By any measure, last night was a tough night for pro-education reform Democrats. Defying expectations and the polls, Republican Donald Trump was elected President of the United States. The implications for public education are unclear.
Both houses of Congress remain under Republican control at a time when federal oversight of public education and protections for children at risk have been weakened. Under the new federal education law, the Trump administration will review and approve state accountability plans in the Spring but is likely to give states lots of flexibility to hold themselves accountable. While some states will set a high bar, others will retreat.
Trump opposes the Common Core State Standards but has little power to change them beyond the bully pulpit. Although most states have come to terms with the standards and are moving forward, Trump’s election may embolden a few more states to repeal or rewrite them.
Democrat Hillary Clinton vowed to expand pre-school programs and tackle college debt, but Trump has said little about either issue. As with most education issues, he is likely to leave it in the hands of states, which have shown little political will to address either one.
Trump is a champion of school choice but voters soundly rejected charter school expansion in Massachusetts, despite having some of the best charter schools in the country. A Georgia proposal empowering the state to convert low-performing schools to charters also went down to defeat.
At the local level, teachers union-backed school board candidates opposed to charters and choice won elections in Minneapolis. Earlier this year, Nashville also rejected pro-charter candidates for its school board.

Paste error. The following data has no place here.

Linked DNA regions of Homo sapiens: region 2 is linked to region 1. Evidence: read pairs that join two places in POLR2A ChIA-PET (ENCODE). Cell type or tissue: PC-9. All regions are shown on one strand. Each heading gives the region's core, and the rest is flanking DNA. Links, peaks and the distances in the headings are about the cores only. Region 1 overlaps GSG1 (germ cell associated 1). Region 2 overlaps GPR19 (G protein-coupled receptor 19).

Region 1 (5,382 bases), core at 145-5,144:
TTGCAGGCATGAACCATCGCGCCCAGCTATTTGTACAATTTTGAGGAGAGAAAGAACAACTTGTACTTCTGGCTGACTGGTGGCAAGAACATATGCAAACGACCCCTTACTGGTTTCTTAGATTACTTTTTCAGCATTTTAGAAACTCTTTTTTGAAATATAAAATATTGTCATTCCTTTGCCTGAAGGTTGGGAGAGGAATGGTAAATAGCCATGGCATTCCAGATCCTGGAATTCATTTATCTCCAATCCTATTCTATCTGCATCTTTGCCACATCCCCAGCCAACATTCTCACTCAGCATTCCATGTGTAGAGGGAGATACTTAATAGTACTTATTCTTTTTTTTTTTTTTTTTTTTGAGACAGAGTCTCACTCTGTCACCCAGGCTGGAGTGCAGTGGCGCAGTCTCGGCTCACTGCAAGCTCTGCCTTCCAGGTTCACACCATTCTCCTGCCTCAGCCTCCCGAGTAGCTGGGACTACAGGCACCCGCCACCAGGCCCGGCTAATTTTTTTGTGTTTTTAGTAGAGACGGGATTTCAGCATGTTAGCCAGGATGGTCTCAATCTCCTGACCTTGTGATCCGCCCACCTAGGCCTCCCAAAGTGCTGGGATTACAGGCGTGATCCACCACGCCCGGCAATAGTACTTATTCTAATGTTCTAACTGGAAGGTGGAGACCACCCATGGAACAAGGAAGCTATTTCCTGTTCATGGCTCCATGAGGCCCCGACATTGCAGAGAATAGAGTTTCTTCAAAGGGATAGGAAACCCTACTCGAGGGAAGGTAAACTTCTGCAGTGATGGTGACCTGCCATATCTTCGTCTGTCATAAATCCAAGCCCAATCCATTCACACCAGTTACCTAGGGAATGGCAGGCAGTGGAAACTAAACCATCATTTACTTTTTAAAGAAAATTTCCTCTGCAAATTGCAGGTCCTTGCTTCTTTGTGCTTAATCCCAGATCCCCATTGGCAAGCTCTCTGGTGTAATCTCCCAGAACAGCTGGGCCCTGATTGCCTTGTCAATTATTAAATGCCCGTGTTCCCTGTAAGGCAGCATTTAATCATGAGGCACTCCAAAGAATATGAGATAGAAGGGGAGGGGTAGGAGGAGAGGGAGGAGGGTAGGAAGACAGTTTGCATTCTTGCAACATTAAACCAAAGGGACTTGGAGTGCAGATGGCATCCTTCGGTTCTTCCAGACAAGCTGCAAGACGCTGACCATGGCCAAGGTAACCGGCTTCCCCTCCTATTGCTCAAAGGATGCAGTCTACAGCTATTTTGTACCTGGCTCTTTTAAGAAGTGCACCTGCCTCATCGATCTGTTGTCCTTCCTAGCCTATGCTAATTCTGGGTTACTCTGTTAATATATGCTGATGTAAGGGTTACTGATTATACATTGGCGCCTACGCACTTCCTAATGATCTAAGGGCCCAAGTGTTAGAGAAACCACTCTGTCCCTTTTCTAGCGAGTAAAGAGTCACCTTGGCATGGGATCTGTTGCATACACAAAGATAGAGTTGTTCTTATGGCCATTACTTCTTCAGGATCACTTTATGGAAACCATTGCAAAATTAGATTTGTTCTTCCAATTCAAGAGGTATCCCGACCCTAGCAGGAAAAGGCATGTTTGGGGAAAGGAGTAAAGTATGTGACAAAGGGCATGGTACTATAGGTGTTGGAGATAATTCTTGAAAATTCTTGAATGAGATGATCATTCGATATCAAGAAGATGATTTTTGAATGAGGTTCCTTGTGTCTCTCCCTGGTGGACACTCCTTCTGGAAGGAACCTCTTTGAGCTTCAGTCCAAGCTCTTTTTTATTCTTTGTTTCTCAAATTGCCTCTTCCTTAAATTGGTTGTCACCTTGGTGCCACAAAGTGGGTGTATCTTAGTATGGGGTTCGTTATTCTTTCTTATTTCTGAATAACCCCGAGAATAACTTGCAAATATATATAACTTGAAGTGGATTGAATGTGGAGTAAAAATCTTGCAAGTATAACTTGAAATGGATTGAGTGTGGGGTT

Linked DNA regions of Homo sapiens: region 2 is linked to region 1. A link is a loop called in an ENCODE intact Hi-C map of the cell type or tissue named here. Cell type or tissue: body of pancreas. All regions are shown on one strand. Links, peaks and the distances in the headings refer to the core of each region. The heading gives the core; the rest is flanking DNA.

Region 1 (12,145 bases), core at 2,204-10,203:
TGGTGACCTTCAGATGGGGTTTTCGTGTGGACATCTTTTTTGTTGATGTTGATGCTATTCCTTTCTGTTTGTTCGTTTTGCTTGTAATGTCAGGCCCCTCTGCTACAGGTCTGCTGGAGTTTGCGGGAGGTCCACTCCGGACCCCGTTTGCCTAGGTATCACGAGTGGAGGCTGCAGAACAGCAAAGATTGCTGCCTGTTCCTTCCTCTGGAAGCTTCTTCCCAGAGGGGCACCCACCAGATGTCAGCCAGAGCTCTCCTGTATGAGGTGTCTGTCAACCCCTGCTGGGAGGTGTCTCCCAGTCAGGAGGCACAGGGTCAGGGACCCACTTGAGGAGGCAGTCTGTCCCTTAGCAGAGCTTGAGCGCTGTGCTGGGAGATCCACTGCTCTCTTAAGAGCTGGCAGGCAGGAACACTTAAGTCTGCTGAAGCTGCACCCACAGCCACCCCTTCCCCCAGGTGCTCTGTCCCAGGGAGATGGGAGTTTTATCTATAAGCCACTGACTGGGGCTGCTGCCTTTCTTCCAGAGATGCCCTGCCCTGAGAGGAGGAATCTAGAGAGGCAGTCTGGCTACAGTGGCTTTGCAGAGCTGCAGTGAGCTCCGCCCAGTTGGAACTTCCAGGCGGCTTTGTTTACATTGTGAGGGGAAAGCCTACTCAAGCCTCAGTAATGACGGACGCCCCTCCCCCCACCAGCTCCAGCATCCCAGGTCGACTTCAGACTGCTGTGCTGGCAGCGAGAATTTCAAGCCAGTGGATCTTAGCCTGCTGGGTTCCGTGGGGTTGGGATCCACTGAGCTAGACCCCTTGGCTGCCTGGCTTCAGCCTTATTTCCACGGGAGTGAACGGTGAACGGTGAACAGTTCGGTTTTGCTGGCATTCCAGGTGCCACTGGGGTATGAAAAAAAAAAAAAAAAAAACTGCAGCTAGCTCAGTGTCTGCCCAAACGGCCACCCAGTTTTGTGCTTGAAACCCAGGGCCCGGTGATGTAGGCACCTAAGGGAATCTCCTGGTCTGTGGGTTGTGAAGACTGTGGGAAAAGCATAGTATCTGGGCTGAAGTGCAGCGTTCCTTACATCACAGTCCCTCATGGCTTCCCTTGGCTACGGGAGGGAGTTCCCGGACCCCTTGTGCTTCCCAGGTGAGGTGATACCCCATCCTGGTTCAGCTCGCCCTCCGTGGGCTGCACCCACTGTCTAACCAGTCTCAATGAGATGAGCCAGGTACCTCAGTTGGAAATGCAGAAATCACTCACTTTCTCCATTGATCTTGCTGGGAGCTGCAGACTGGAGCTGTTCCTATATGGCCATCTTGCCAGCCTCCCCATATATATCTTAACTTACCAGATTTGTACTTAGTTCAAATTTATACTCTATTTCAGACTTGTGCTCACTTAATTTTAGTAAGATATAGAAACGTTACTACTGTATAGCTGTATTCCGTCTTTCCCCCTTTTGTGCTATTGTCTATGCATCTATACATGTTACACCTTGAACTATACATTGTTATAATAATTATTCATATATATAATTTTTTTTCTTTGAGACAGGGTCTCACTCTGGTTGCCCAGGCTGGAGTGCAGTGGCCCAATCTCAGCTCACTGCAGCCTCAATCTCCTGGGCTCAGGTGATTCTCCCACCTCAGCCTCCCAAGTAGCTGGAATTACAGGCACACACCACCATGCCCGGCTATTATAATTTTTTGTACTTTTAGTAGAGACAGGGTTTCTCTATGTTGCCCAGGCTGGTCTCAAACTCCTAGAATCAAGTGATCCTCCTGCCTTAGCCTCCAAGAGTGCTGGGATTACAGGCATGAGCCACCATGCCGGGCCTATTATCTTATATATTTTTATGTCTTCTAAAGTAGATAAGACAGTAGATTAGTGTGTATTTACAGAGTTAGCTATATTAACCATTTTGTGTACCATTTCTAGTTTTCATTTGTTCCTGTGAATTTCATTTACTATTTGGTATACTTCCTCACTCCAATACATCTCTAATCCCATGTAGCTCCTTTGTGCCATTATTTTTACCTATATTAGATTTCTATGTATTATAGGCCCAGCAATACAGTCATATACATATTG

On the other hand, Oakland, New Orleans and Indianapolis elected pro-school choice school board candidates. Indiana also replaced Democratic State Superintendent of Education, Glenda Ritz, with a pro-school choice Republican. Indiana also replaced outgoing Governor and Vice-President-elect Mike Pence with a pro-school choice Republican.
Zephyr Teachout, a favorite of the unions who rose to prominence in the New York’s opt-out movement, lost to a pro-school choice Republican in her bid for an upstate New York seat in Congress.
With nearly 10 million students opting out of traditional public schools for private or public charter schools or homeschooling, parent demand for choice and public support remains high. While the federal government under Trump will probably boost funding for new charter schools, the real action will likely be at the state level where Republican-led states will expand voucher and tax-credit programs that allow public dollars to help pay for private schools.
Voters in North Dakota and Oregon approved more education spending, while Oklahoma, which has some of the lowest teacher salaries in the country, rejected a proposal to raise teacher pay. California is restoring bilingual education in the face of efforts to require more non-English speaking students to learn in English.
It’s too soon to say what the 2016 election means for public education but if there is one driving theme, it is local control. States’ rights won a big victory. Kids’ rights to a quality education, on the other hand, mostly didn’t.